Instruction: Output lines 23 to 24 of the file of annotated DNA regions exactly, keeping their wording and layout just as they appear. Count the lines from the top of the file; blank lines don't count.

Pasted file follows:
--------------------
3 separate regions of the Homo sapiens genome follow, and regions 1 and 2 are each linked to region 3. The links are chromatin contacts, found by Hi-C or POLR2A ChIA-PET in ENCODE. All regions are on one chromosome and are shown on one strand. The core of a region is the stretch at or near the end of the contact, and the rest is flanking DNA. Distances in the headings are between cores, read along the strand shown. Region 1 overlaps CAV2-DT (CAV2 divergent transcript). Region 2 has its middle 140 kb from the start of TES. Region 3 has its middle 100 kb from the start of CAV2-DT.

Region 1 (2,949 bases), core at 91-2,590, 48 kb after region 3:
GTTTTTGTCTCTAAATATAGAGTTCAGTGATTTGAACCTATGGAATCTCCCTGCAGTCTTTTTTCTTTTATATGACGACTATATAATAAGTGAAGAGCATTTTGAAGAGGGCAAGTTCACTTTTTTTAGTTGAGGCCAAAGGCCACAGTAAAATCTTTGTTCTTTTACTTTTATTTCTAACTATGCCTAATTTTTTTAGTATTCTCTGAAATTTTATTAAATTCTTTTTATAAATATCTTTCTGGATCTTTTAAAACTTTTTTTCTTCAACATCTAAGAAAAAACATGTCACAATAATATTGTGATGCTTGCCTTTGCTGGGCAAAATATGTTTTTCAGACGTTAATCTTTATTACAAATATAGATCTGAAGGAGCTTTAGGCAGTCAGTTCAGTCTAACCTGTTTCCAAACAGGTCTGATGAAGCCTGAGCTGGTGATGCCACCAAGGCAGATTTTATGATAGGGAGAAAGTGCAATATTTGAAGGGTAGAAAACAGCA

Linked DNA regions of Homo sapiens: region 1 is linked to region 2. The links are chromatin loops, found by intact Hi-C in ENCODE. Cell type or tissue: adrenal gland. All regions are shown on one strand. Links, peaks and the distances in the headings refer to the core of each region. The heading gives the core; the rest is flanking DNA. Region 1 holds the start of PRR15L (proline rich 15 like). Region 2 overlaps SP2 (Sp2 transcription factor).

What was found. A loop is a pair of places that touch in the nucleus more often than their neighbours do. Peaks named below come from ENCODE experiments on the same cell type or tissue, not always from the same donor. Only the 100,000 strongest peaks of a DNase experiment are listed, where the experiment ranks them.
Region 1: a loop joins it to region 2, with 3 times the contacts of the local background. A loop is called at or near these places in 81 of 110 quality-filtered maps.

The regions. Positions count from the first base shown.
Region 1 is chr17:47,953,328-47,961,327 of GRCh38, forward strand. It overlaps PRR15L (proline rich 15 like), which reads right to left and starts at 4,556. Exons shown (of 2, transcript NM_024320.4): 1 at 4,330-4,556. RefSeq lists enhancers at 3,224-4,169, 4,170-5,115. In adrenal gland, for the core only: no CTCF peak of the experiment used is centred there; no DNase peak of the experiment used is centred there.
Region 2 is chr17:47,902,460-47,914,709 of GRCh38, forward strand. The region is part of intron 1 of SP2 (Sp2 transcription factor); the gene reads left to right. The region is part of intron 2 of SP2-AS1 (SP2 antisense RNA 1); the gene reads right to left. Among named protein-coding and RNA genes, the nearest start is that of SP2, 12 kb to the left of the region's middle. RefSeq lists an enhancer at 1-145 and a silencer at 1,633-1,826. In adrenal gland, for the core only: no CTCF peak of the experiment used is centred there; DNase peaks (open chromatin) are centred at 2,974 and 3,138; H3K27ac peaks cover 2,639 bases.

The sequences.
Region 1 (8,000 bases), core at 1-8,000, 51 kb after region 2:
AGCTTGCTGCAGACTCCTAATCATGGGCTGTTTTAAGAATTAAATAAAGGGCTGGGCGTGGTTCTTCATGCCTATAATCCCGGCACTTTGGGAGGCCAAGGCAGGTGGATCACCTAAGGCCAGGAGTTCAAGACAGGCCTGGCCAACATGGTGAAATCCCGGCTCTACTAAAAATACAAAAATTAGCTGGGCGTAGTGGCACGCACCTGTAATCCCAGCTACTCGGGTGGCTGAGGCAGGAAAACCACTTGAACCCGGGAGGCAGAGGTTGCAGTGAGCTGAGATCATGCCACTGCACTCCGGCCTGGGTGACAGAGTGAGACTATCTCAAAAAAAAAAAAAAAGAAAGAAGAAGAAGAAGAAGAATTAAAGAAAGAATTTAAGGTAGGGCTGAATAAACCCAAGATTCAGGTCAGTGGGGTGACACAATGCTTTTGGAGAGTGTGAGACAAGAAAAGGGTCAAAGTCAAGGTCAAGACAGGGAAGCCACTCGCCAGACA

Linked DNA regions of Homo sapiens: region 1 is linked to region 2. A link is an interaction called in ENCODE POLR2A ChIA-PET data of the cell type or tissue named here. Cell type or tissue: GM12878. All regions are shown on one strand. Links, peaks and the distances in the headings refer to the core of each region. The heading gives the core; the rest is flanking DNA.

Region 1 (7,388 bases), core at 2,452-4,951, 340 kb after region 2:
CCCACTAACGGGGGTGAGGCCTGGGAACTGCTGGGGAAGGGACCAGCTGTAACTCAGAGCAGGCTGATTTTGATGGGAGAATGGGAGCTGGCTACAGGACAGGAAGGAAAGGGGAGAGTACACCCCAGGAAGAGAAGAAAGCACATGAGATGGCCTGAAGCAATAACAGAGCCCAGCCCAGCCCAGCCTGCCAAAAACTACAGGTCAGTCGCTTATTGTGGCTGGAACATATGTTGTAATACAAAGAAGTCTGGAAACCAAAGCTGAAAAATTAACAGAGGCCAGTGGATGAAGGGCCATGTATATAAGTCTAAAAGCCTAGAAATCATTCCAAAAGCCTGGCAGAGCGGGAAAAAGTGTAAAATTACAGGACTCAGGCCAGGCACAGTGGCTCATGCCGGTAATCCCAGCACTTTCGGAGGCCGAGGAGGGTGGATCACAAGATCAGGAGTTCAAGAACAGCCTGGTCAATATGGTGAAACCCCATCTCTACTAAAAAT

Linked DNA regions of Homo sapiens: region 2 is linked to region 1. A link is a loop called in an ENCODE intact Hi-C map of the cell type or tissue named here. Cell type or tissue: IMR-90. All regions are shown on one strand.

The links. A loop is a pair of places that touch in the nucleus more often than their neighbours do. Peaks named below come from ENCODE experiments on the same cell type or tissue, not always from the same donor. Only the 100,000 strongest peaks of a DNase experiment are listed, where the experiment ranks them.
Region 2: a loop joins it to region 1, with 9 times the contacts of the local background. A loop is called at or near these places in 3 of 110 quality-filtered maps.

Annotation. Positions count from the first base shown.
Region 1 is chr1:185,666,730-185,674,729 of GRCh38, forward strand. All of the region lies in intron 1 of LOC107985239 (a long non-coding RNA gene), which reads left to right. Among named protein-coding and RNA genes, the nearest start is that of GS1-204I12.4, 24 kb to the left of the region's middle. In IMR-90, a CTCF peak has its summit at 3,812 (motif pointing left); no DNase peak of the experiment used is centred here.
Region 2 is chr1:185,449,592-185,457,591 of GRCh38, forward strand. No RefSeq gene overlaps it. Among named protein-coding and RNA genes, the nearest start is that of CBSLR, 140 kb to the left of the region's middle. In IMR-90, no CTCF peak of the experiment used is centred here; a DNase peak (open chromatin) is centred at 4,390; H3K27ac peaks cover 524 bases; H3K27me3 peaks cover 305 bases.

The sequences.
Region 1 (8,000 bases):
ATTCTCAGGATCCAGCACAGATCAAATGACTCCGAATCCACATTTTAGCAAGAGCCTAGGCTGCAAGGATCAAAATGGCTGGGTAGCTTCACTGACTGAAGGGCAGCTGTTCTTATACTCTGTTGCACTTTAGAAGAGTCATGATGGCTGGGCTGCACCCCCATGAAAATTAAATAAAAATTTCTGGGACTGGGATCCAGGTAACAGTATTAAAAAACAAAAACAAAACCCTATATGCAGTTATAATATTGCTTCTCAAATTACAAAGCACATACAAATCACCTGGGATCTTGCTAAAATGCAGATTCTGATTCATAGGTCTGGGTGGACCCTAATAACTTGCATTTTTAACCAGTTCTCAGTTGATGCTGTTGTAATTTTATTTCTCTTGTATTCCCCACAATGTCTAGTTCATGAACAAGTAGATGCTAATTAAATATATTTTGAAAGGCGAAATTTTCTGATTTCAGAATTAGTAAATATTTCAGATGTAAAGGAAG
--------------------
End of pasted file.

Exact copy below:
Region 1 (8,000 bases):
ATTCTCAGGATCCAGCACAGATCAAATGACTCCGAATCCACATTTTAGCAAGAGCCTAGGCTGCAAGGATCAAAATGGCTGGGTAGCTTCACTGACTGAAGGGCAGCTGTTCTTATACTCTGTTGCACTTTAGAAGAGTCATGATGGCTGGGCTGCACCCCCATGAAAATTAAATAAAAATTTCTGGGACTGGGATCCAGGTAACAGTATTAAAAAACAAAAACAAAACCCTATATGCAGTTATAATATTGCTTCTCAAATTACAAAGCACATACAAATCACCTGGGATCTTGCTAAAATGCAGATTCTGATTCATAGGTCTGGGTGGACCCTAATAACTTGCATTTTTAACCAGTTCTCAGTTGATGCTGTTGTAATTTTATTTCTCTTGTATTCCCCACAATGTCTAGTTCATGAACAAGTAGATGCTAATTAAATATATTTTGAAAGGCGAAATTTTCTGATTTCAGAATTAGTAAATATTTCAGATGTAAAGGAAG